Remember video cassettes, those big black boxes that played pictures? Rendered useless by DVDs, they’ve found a new purpose. Some 4,000 of them have built a house, along with two tonnes of denim jeans, 2,000 used carpet tiles and 20,000 toothbrushes.
The result is Britain’s first house made almost entirely from rubbish. Based at the University of Brighton, the house opened its doors in June and is a live research project, acting as a test-bed for new windows, solar panels, insulation and construction materials.
More: The house made from 4,000 video cassettes and two tonnes of jeans | Guardian Sustainable Business | Guardian Professional
- 12:20 pm
- 240 notes
Earlier this year, Canadian engineer Aidin Delnavaz placed a pair of industrial earmuffs on his head, adjusted a special strap beneath his chin, and waited for the material to start harvesting energy while he chewed gum for two minutes.
He only generated a small amount of wattage, but it was enough for the researchers to conclude that wearing the chin strap for the duration of a meal could power a small hearing aid for two hours.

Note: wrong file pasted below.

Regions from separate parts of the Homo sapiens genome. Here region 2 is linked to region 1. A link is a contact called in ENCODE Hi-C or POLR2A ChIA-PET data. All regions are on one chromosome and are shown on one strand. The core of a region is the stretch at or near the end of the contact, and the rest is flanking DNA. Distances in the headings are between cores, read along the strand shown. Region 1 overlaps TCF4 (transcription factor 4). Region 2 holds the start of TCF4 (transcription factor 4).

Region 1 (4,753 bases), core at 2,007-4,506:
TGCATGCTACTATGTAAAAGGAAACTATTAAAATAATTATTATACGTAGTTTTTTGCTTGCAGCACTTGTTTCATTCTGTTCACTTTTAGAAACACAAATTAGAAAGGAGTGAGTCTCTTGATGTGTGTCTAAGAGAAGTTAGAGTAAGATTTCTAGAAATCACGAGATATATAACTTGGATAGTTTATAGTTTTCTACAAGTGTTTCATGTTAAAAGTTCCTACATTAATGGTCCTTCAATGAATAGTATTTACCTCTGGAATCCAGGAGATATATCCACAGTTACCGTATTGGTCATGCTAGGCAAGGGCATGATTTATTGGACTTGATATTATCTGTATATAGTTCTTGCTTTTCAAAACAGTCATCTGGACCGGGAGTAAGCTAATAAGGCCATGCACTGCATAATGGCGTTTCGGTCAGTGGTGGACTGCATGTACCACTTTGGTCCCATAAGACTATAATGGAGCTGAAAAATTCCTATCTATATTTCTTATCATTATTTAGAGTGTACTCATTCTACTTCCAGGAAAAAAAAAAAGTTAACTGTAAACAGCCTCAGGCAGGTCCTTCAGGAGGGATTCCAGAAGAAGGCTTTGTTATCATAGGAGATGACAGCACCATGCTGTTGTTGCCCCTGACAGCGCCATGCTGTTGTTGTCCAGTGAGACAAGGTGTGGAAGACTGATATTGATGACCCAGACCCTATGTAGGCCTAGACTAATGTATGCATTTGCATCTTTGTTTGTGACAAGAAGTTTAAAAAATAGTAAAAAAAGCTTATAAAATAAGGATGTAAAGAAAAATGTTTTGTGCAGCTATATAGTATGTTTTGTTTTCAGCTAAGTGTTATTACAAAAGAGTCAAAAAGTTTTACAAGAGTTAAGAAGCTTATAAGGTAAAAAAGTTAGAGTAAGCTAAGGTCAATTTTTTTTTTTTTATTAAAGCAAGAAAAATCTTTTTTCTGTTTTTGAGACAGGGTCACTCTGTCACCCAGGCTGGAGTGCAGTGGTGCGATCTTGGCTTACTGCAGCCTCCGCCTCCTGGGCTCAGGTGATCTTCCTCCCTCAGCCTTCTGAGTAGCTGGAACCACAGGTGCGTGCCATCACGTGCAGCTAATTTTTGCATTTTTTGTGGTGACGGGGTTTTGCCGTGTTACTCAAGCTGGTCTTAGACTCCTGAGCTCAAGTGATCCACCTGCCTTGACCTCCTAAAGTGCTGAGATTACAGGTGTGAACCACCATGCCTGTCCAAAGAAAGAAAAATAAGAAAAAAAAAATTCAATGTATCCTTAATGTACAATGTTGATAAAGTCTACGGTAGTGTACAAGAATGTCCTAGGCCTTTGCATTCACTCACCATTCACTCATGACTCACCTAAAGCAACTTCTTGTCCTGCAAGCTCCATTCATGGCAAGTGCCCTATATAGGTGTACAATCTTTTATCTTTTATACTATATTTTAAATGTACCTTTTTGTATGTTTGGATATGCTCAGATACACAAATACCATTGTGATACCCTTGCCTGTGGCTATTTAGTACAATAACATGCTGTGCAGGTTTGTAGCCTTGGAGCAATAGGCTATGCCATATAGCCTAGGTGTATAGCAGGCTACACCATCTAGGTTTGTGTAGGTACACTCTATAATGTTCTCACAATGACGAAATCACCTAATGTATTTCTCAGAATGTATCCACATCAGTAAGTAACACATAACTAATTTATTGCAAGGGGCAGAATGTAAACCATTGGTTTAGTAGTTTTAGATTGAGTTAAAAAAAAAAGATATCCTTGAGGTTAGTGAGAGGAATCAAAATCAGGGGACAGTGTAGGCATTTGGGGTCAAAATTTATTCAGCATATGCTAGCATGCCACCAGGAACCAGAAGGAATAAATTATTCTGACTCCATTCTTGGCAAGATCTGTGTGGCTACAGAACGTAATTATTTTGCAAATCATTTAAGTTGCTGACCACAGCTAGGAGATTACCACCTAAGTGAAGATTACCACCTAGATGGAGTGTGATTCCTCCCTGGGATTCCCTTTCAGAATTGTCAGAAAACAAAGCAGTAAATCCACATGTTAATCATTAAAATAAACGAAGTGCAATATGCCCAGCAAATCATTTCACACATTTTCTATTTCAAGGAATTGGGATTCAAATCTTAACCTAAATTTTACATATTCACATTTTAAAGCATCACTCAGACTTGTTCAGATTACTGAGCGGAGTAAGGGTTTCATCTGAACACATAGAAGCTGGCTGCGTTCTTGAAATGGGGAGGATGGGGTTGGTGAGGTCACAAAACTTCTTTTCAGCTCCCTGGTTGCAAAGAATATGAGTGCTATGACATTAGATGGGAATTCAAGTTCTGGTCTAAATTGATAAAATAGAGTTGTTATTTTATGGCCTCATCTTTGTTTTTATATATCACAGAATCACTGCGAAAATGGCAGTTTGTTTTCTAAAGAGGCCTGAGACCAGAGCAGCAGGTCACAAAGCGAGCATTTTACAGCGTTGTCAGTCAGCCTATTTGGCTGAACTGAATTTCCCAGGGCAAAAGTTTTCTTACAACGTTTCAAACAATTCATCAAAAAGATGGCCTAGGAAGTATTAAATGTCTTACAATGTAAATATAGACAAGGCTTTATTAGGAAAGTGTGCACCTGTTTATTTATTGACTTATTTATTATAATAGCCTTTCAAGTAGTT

More: These Canadians Invented A Chin Strap That Generates Energy When You Chew | Co.Exist | ideas impact
- 3:40 pm - Mon, Sep 22, 2014
- 247 notes
We can’t really endorse this — but it’s something!
This video of an anonymous Russian girl on a motorbike returning people’s trash to them in the messiest way possible. We’ve got two potentials here: either YouTubers start mimicking her actions to effect a global change or this channel goes HUGE and she becomes a star YouTuber.
More: Will Punishing Litterbugs Be The New YouTube Revenge Trend?
- 12:20 pm
- 717 notes
No cardboard, no cellophane, no throwaway plastic trays, and no brands: Berlin’s newest supermarket is certainly a step away from the usual neighborhood grocery store.
Opened last Saturday, Original Unverpackt (the name translates to “Original Unpackaged”) is a novel shop in Berlin’s Kreuzberg neighborhood that has dispensed entirely with disposable packaging. Granted, the term “supermarket” might be a little grandiose for this small but tightly packed store, but the concept’s legs are as long as the store’s frontage is narrow.
Not only is a minimum-waste grocery store a canny business idea in a country that’s packed with green-conscious consumers, it’s also an interesting pilot project relevant to any city trying to cut their landfill and recycling burden.
(via The Supermarket of the Future Has No Packaging - CityLab)